Tyson Fury vacates WBO and WBA heavyweight titles to deal with 'recovery'
Tyson Fury has vacated his WBO and WBA world heavyweight titles to deal with his "medical treatment and recovery".
The Briton, 28, has admitted taking cocaine to deal with depression and could also lose his boxing licence on Thursday.
"I now enter another big challenge in my life which I know, like against Klitschko, I will conquer," Fury said.
He said it was "for the good boxing" and "only fair and right" to give up his belts.
"I won the titles in the ring and I believe that they should be lost in the ring, but I'm unable to defend at this time and I have taken the hard and emotional decision to now officially vacate my treasured world titles," he said.
In a statement, Fury's promoter Hennessy Sports said the decision would "allow him the time and space to fully recover from his present condition without any undue pressure and with the expert medical attention he requires".
Mick Hennessy added that the decision was "heartbreaking".
Uncle and trainer Peter Fury has said Fury will return "stronger" and "reclaim what's rightfully his".
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Fury withdrew from his latest rematch against Ukraine's Klitschko, scheduled for 29 October, because of mental health issues.
He then admitted in an interview with Rolling Stone magazine that he was taking cocaine to help deal with depression.
The British Boxing Board of Control (BBBofC) met on Wednesday to discuss that revelation, as well as other comments by Fury, and could decide to strip him of his licence to box.
The WBO and WBA had already said Fury could lose his titles because of inactivity.
Meanwhile, promoter Eddie Hearn has said a deal is "very close" for Britain's heavyweight champion Anthony Joshua to fight Klitschko for his IBF belt and the now vacated WBA title.
It is thought New Zealand's Joseph Parker and Mexico's Andy Ruiz Jr could now contest the WBO title.
Mike Costello, BBC Radio 5 live boxing correspondent
"First of all, Tyson Fury needs to get himself medically fit then it's up to him and his uncle and trainer Peter Fury and promoter Mick Hennessy to decide what route they want to take.
"Will he be fit enough and able enough to go straight back in for a world title shot or will he need a warm-up contest before he fights again? It's so unclear at this stage because of the medical situation."
- 29 November 2015: Beats Wladimir Klitschko to become the WBA, IBF and WBO champion
- 8 December 2015: Stripped of his IBF title for failing to fight the mandatory challenger
- 24 June 2016: Postpones July's rematch with Klitschko after injuring an ankle in training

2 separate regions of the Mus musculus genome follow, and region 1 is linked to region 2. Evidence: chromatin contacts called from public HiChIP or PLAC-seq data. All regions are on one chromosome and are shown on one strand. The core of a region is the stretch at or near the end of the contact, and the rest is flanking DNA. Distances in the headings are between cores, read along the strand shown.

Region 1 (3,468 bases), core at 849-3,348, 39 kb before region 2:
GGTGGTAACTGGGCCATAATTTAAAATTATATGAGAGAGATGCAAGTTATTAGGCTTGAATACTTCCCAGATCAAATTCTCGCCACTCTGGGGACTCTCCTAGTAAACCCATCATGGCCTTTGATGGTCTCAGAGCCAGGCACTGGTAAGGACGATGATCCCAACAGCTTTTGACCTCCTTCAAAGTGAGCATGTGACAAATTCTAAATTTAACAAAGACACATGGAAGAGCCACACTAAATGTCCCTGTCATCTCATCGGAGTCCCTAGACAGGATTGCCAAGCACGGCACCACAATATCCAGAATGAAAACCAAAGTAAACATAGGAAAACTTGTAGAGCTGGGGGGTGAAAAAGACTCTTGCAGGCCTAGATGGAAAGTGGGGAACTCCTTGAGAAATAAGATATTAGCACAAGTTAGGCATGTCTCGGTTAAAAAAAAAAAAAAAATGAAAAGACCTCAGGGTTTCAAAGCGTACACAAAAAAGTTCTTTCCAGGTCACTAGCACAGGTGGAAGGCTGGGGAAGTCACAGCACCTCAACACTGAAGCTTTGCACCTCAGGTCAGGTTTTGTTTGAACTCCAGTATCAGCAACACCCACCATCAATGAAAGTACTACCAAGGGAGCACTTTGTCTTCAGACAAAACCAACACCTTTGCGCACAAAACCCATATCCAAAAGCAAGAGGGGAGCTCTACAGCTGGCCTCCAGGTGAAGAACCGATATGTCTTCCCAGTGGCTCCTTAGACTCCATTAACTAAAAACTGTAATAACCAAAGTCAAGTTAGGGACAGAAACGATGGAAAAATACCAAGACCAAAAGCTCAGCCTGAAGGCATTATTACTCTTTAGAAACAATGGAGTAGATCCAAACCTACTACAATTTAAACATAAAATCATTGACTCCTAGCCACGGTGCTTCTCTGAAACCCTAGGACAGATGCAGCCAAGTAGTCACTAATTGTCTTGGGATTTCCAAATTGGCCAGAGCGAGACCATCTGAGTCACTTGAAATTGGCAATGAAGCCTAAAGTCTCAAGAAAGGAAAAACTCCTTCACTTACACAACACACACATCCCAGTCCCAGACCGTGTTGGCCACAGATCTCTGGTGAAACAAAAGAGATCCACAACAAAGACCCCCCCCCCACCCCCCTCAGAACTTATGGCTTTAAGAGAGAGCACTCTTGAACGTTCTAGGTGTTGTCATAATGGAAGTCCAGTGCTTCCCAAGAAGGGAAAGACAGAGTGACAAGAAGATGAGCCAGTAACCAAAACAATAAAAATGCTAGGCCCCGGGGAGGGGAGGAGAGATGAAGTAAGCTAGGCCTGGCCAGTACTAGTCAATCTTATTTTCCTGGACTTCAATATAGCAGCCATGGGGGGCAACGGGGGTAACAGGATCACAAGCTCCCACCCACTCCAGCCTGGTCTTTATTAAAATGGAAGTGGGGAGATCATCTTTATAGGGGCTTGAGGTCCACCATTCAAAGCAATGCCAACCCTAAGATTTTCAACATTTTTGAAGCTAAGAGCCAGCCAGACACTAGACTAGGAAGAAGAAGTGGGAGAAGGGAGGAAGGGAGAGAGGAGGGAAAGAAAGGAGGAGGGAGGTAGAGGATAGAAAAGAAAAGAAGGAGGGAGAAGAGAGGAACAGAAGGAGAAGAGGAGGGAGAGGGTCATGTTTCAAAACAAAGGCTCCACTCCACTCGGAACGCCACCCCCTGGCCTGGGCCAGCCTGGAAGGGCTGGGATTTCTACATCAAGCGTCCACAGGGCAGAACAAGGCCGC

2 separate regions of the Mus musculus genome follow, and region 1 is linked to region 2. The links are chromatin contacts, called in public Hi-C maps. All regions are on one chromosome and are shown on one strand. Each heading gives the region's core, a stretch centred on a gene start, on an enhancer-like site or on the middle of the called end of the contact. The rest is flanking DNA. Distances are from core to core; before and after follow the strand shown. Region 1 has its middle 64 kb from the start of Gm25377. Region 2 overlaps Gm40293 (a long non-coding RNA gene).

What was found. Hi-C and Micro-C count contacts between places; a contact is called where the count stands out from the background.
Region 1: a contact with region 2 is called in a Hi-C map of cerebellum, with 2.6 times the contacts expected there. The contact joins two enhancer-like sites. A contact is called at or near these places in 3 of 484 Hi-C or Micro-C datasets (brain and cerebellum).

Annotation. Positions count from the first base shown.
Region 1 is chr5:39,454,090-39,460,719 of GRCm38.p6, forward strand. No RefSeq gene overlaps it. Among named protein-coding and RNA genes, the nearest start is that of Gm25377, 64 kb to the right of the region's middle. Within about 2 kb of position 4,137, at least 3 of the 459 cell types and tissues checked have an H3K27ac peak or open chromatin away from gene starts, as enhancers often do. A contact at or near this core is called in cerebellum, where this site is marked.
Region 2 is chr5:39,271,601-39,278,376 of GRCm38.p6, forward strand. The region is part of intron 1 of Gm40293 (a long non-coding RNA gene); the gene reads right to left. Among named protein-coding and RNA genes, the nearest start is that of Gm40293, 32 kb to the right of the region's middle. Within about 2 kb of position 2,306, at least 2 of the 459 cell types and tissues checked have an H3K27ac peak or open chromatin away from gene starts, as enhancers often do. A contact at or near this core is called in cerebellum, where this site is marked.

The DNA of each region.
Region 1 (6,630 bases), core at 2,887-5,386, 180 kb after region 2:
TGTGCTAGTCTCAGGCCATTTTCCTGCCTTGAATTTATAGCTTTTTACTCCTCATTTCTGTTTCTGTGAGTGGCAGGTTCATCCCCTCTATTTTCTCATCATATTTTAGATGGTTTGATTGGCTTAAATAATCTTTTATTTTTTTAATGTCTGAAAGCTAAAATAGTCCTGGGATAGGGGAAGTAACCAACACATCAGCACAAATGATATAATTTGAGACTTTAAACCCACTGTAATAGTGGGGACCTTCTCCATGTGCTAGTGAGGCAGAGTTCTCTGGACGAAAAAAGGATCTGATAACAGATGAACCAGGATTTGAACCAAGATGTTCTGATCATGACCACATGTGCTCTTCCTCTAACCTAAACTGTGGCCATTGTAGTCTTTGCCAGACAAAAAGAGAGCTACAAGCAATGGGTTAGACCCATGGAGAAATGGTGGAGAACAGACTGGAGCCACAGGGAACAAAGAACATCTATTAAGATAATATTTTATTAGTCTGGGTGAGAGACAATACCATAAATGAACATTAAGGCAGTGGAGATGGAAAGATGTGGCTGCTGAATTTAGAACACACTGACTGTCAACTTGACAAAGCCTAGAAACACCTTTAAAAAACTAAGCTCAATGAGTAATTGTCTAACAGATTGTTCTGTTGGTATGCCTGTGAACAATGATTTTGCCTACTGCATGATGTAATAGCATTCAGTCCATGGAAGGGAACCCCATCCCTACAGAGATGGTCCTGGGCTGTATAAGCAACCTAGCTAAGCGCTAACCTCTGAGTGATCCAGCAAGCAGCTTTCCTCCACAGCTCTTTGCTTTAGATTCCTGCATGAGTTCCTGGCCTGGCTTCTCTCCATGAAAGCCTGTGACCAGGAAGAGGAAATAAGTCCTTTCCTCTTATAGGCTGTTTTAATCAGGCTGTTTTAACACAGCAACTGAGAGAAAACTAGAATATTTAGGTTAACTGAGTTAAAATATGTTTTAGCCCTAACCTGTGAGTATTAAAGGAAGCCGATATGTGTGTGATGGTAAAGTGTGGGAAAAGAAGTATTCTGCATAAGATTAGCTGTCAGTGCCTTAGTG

- 4 August 2016: Charged with a doping offence by the UK's anti-doping body
- 23 September 2016: Postpones rematch for a second time because he is "medically unfit"
- 3 October: Appears to retire from boxing, tweeting: "I'm the greatest, and I'm also retired." Three hours later he reverses the decision, tweeting he is "here to stay"
- 5 October 2016: Reveals he has been taking cocaine to help him deal with depression
- 10 October 2016: Given extended deadline to convince the WBO not to strip him of his world heavyweight title
- 12 October: BBBofC meeting starts looking at Fury's boxing licence
- 12 October: Vacates WBA and WBO titles
What boxing authorities have said
WBO chairman Luis Batista-Salas had said Fury could lose his belt because of "inactivity, breach of contract and performance-enhancing drugs and stimulants".
The WBA president Gilberto Mendoza said Fury deserved a chance "to overcome this situation", but added the Englishman could ultimately lose his title.
There is an option that Fury can be declared as a 'champion in recess'. This means Fury is the mandatory challenger for the belt when he returns to the ring.
Fury is also facing a UK Anti-Doping hearing next month with reports claiming he tested positive for banned substance nandrolone in February 2015.
'None of us know what he is going through'
Trainer and uncle Peter Fury: "It's driven him to despair. I see him being back in the gym in March or April. He'll resume his career."
Billy Joe Saunders: "It is a big mistake, taking his boxing licence away. It is like taking food from a baby," he added. "He needs the licence to pull through."
IBF champion Anthony Joshua: "Tyson is a fighting man, a real talent and he is good for boxing in his own way. It's too easy to point the finger because none of us really know what he is going through."